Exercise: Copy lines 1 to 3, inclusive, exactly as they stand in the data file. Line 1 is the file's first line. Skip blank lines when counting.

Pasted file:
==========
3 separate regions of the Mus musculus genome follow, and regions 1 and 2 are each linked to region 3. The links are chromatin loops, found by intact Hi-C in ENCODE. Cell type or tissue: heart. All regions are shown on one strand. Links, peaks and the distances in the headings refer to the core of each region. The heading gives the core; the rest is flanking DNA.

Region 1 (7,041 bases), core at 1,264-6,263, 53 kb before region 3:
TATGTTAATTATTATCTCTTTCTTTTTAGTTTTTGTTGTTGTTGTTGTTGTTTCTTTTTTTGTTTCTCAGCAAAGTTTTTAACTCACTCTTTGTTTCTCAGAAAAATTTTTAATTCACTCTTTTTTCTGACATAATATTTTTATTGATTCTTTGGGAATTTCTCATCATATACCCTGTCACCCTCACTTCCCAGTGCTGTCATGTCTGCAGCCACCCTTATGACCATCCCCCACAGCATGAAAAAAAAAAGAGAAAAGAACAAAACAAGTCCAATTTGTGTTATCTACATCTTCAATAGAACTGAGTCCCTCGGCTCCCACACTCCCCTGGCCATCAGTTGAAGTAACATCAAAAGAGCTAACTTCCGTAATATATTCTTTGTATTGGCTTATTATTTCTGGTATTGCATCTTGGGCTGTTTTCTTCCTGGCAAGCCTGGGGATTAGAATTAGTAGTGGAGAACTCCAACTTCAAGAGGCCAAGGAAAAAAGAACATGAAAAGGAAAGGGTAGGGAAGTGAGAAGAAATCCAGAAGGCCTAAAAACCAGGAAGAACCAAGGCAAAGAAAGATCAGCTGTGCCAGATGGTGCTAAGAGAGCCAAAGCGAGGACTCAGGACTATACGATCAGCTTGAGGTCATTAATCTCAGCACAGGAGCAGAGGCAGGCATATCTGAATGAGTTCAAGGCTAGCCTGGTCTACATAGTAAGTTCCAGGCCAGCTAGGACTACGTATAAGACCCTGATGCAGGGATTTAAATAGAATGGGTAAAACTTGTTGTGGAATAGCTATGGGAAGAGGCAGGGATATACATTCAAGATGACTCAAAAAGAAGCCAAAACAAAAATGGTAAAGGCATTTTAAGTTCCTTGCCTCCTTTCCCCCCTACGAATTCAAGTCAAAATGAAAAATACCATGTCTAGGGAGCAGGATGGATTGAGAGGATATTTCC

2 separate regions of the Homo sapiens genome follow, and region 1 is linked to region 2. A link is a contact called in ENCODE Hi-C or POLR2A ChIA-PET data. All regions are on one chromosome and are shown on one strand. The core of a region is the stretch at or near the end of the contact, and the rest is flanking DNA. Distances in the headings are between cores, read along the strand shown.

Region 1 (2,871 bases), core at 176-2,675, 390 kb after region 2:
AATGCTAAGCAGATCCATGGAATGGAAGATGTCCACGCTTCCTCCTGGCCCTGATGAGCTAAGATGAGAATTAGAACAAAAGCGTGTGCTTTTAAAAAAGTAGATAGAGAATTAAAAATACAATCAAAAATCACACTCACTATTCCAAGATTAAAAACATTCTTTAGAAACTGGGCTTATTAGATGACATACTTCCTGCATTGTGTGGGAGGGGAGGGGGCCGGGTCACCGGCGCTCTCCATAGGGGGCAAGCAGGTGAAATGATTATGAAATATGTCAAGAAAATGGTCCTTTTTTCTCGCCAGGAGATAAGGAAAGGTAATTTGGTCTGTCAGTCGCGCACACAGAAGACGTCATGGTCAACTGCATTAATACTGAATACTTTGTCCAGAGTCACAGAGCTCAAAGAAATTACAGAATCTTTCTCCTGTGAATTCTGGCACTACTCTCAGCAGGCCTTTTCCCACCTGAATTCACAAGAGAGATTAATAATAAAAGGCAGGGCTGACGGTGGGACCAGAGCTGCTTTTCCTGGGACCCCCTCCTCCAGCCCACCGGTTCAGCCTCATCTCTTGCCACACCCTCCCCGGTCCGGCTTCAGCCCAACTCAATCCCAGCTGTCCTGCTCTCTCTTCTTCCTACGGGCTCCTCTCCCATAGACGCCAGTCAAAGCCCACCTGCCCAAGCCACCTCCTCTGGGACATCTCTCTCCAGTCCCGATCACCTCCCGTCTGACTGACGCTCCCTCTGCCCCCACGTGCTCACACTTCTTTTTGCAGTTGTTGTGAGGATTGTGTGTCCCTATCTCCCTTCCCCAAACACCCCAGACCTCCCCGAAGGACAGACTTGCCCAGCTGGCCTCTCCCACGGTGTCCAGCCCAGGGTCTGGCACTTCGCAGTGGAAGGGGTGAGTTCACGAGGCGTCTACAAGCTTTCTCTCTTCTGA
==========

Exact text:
3 separate regions of the Mus musculus genome follow, and regions 1 and 2 are each linked to region 3. The links are chromatin loops, found by intact Hi-C in ENCODE. Cell type or tissue: heart. All regions are shown on one strand. Links, peaks and the distances in the headings refer to the core of each region. The heading gives the core; the rest is flanking DNA.

Region 1 (7,041 bases), core at 1,264-6,263, 53 kb before region 3:
TATGTTAATTATTATCTCTTTCTTTTTAGTTTTTGTTGTTGTTGTTGTTGTTTCTTTTTTTGTTTCTCAGCAAAGTTTTTAACTCACTCTTTGTTTCTCAGAAAAATTTTTAATTCACTCTTTTTTCTGACATAATATTTTTATTGATTCTTTGGGAATTTCTCATCATATACCCTGTCACCCTCACTTCCCAGTGCTGTCATGTCTGCAGCCACCCTTATGACCATCCCCCACAGCATGAAAAAAAAAAGAGAAAAGAACAAAACAAGTCCAATTTGTGTTATCTACATCTTCAATAGAACTGAGTCCCTCGGCTCCCACACTCCCCTGGCCATCAGTTGAAGTAACATCAAAAGAGCTAACTTCCGTAATATATTCTTTGTATTGGCTTATTATTTCTGGTATTGCATCTTGGGCTGTTTTCTTCCTGGCAAGCCTGGGGATTAGAATTAGTAGTGGAGAACTCCAACTTCAAGAGGCCAAGGAAAAAAGAACATGAAAAGGAAAGGGTAGGGAAGTGAGAAGAAATCCAGAAGGCCTAAAAACCAGGAAGAACCAAGGCAAAGAAAGATCAGCTGTGCCAGATGGTGCTAAGAGAGCCAAAGCGAGGACTCAGGACTATACGATCAGCTTGAGGTCATTAATCTCAGCACAGGAGCAGAGGCAGGCATATCTGAATGAGTTCAAGGCTAGCCTGGTCTACATAGTAAGTTCCAGGCCAGCTAGGACTACGTATAAGACCCTGATGCAGGGATTTAAATAGAATGGGTAAAACTTGTTGTGGAATAGCTATGGGAAGAGGCAGGGATATACATTCAAGATGACTCAAAAAGAAGCCAAAACAAAAATGGTAAAGGCATTTTAAGTTCCTTGCCTCCTTTCCCCCCTACGAATTCAAGTCAAAATGAAAAATACCATGTCTAGGGAGCAGGATGGATTGAGAGGATATTTCC